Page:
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News digest – lung cancer evolution, Nobel Prizes, green tea and more

by Nick Peel | Analysis

11 October 2014

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  • Lung cancers take at least 20 years to develop, according to two new studies – one from a team of our scientists. The findings show how different processes – including smoking – affect cells as they develop into cancer. The Mail Online, the Independent and News Scientist all covered the research and we blogged about the details of the studies and their implications.
  • The 2014 crop of Nobel Prizes were announced this week – including the prize in physiology or medicine for the discovery of the brain’s ‘inner GPS’ system’, and the chemistry prize for advances in microscope imaging. To mark the occasion we blogged about our own Nobel laureates, Paul Nurse and Time Hunt, who won their awards in 2001.
  • A team of UK scientists, including some funded by Cancer Research UK, showed for the first time how the protein made by the BRCA2 gene helps to repair damaged DNA.
  • A ‘next generation’ vaccine that protects against nine cancer-causing types of human papillomavirus (HPV) (rather than two types, as in the current vaccine) may prevent even more cervical cancers, according to an international study.
  • There’s been a fall in the number of adults who smoke in the country, according to figures from the Office for National Statistics. The Guardian had this report.
  • We launched our latest Citizen Science game Reverse The Odds. Read this blog post on the science behind the game, or watch the video below where Cancer Research UK scientist Dr Anne Kiltie explains why her lab is getting involved.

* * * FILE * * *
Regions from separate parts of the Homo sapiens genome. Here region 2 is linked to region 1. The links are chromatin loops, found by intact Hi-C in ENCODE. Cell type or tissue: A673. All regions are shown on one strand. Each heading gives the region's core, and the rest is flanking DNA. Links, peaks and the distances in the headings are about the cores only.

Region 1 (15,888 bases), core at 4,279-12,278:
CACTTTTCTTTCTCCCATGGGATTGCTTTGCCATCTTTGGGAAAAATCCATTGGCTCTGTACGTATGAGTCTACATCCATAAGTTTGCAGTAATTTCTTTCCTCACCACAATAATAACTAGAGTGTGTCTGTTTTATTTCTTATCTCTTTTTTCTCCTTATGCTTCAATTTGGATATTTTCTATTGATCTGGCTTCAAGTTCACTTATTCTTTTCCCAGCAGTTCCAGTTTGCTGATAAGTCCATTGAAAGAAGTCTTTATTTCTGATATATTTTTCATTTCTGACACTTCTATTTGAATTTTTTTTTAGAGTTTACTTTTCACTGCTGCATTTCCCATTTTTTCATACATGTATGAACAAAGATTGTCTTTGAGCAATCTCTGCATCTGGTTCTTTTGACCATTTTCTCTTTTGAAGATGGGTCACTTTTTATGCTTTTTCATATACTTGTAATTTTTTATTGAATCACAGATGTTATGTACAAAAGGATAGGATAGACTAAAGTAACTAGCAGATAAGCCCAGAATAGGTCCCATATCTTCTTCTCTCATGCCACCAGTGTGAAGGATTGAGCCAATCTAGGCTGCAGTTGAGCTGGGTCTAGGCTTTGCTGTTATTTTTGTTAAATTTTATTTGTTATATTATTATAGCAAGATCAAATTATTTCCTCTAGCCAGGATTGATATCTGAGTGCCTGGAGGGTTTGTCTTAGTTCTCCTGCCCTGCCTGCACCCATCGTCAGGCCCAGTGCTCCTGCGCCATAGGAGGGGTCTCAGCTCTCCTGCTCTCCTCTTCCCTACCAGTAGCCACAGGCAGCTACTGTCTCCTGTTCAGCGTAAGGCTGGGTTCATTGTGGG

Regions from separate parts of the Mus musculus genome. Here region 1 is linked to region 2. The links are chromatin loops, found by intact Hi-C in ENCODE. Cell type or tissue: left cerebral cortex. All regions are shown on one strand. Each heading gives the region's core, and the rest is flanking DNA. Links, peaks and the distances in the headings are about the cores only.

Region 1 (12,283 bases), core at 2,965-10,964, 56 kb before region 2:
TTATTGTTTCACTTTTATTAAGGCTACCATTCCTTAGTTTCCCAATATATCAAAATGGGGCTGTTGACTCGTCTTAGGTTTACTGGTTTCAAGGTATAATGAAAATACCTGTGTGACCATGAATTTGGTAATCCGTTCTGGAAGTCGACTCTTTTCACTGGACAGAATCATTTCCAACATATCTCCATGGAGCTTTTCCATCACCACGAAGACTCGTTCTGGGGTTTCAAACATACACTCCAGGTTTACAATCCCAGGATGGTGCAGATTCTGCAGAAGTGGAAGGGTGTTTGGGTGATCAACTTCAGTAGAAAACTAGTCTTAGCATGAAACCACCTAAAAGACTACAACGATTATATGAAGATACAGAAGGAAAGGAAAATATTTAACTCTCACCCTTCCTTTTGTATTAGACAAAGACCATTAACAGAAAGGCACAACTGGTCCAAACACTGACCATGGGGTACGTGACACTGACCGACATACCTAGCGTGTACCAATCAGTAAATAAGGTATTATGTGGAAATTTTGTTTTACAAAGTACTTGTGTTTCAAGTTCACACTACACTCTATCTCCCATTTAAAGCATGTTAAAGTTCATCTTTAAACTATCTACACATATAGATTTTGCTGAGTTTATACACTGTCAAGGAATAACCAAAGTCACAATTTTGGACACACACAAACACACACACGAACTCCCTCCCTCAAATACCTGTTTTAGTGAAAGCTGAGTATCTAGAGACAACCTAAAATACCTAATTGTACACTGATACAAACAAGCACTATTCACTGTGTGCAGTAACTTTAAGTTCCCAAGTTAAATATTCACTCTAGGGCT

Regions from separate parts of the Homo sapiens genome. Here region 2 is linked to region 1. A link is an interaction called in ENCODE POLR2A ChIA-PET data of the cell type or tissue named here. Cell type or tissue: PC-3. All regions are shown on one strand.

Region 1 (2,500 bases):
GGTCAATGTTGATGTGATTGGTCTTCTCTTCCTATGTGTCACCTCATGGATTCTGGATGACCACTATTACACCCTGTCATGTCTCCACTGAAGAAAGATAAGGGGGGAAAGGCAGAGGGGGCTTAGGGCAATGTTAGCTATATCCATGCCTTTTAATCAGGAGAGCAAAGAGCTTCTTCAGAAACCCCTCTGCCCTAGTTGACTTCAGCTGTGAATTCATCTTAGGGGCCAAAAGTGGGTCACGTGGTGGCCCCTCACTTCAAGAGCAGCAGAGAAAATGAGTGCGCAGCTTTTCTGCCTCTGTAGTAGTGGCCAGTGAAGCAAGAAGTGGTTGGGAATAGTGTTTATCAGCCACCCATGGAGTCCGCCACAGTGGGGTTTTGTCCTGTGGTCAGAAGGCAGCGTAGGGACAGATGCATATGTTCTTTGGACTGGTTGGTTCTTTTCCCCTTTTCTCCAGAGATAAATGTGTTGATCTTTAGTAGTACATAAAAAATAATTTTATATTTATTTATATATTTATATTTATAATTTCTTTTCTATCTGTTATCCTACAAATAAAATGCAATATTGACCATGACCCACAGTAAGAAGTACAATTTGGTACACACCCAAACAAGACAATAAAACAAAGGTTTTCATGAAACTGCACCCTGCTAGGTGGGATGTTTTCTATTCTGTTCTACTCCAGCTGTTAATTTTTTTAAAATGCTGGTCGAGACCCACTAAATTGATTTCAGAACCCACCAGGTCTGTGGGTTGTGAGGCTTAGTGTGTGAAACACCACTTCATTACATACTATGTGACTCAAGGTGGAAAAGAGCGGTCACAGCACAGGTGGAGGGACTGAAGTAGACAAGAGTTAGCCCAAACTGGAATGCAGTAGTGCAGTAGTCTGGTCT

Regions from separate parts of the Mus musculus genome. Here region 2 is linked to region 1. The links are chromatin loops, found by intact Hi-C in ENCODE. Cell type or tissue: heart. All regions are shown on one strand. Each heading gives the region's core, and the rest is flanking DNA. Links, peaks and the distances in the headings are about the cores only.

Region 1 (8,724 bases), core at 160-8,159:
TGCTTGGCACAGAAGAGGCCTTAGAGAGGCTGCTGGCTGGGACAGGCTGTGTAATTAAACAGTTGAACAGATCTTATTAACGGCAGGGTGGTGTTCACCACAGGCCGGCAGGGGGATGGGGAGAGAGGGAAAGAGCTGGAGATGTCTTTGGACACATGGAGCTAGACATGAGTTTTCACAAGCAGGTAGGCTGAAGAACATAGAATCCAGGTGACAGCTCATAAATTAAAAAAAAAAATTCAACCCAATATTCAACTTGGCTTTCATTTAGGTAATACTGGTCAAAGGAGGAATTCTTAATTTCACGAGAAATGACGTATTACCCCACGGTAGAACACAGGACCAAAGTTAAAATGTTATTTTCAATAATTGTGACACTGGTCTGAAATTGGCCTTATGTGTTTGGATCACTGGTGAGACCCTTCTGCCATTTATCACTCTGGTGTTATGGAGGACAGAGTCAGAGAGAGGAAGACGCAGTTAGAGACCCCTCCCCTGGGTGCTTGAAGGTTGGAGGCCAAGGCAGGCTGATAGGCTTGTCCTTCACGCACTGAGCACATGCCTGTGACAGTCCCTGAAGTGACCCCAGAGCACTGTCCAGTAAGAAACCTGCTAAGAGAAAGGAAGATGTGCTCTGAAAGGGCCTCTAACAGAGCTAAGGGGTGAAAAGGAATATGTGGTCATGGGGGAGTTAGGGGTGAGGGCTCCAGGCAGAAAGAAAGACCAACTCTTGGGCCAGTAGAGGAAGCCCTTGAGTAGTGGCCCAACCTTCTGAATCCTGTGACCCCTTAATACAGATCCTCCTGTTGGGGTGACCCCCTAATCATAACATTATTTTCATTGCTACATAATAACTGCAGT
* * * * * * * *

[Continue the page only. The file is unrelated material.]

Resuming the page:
• The Guardian featured a series of articles looking at the past, present and future of chemotherapy. The first looks at the origins of chemotherapy from mustard gas, the next explores the development of targeted treatments and the final piece covers the challenge of resistance to chemotherapy.
  • This excellent article from The Conversation takes a look at the emerging trend for repurposing established drugs to treat cancer.
  • Fascinating early stage research from Australia found that a purified extract from a berry found in the rainforests of Queensland shrank tumours in mice. The Guardian has more.
  • The Committee of Advertising Practice announced new rules allowing e-cigarettes to be featured in TV adverts. The BBC and the Guardian covered the announcement.
  • The Cochrane Collaboration’s excellent ‘Evidently Cochrane’ blog had this article on the evidence for which breast cancer treatment is best.
  • A couple of blog posts from The Institute of Cancer Research caught our eye this week. The first looked at the challenges in setting up clinical trials for children’s cancers.
  • And the second opens up how researchers test whether a promising drug target lives up to that potential.

And finally

  • Sit down, pour yourself a cuppa and read this article from NHS Choices that explains why this article from the Mail Online is a little misleading in suggesting that green tea can fight cancer.